“what’s this, this cholera, nafuluma”
By Rogers Wanambwa
Music is one of the most powerful tools and can be used to deliver the greatest profound messages.
Kampala mu Court by the late Paul Job Kafeero is one of those songs that masterfully convey messages that leave you not only entertained but also pondering on the messages it tells.
Like most of his songs, it is a laid-back song that paints a vivid picture of the state of Kampala, which so happens to be Uganda’s capital city, and how all its different inhabitants and authorities keep making excuses for it.
From the street children who seem to just appear out of nowhere, the uncollected garbage, the unemployed who still have to eat, the sex workers, the unstable electricity, those who never go back to their home villages to develop them, those that cheat from lodges, loud night prayers, and so on.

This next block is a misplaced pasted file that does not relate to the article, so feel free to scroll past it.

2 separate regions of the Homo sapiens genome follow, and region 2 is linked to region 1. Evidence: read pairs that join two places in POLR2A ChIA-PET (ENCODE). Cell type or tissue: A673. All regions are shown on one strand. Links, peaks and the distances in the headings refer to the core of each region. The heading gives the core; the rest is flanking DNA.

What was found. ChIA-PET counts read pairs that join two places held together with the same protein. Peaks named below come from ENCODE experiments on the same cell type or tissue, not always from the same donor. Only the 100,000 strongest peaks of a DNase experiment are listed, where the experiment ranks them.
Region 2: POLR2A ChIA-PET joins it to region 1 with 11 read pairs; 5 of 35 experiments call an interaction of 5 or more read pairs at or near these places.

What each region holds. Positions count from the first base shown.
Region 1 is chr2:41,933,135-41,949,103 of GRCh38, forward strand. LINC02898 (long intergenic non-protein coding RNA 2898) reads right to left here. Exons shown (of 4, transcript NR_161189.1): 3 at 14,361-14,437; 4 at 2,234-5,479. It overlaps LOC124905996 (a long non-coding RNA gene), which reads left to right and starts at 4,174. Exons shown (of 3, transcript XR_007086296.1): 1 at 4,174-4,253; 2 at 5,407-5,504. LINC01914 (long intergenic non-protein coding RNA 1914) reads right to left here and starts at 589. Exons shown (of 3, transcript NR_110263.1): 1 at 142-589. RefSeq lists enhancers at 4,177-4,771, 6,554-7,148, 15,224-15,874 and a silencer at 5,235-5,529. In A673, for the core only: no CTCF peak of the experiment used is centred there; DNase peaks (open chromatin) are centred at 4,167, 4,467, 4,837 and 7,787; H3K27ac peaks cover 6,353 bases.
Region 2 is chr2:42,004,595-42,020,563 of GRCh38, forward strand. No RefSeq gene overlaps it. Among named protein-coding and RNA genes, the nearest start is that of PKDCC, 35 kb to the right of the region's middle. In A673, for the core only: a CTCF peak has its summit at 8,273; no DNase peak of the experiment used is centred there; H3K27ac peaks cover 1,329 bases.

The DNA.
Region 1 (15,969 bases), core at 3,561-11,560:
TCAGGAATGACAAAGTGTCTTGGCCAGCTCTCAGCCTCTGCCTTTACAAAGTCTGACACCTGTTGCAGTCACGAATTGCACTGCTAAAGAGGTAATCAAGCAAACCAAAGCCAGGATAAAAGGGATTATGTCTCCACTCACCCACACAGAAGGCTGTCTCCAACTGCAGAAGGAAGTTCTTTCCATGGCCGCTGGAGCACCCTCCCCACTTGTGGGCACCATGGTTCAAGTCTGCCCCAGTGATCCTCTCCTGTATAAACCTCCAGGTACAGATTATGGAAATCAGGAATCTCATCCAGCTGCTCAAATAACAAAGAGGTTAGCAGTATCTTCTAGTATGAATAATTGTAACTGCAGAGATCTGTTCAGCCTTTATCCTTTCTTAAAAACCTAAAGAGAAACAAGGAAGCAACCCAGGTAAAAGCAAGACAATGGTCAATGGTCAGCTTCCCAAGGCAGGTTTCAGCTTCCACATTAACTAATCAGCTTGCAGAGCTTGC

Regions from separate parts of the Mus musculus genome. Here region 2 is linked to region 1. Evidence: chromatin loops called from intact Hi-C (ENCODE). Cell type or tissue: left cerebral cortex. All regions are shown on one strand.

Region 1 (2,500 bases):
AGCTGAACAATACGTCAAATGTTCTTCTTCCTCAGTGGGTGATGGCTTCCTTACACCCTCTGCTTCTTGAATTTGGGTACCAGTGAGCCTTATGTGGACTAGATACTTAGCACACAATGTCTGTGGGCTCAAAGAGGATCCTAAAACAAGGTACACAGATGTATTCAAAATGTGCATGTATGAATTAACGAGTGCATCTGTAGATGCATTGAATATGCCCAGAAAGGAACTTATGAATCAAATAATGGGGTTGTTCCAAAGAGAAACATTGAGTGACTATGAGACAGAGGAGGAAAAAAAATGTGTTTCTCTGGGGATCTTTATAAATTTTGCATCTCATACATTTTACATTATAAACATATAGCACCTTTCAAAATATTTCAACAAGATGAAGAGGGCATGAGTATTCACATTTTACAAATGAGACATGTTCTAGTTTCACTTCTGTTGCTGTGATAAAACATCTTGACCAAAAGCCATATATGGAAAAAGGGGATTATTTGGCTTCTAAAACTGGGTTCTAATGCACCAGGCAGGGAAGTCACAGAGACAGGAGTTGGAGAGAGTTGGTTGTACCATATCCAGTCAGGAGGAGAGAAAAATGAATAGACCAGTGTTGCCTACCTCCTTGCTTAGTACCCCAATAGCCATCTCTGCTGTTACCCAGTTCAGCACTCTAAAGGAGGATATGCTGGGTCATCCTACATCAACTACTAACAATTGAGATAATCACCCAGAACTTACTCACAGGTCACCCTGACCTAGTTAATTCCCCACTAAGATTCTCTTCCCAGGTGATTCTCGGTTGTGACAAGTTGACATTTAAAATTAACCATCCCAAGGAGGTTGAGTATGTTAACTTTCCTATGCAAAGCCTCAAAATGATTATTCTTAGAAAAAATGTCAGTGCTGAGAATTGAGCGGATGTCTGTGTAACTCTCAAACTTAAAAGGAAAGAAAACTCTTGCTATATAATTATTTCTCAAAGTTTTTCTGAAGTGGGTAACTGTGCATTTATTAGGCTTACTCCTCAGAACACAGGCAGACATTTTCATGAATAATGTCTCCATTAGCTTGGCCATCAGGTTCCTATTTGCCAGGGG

If you think it’s an issue, the song is likely to have touched it.
The storytelling prowess of Kafeero is legendary, given how he knows when to put a breather in the rather long tales he used to tell through his songs.
You are enthralled by the story, wanting to know what next he is going to say till the end.
14 minutes and 35 seconds is the length of this particular song and he didn’t repeat any words till the late into the thirteenth minute.
Indeed, it is curious how much impact Kafeero’s, an Afro-folk musician, songs had considering that by the time of his death in 2007, he was just 36 years old.
Check out the lyrics video of this song here.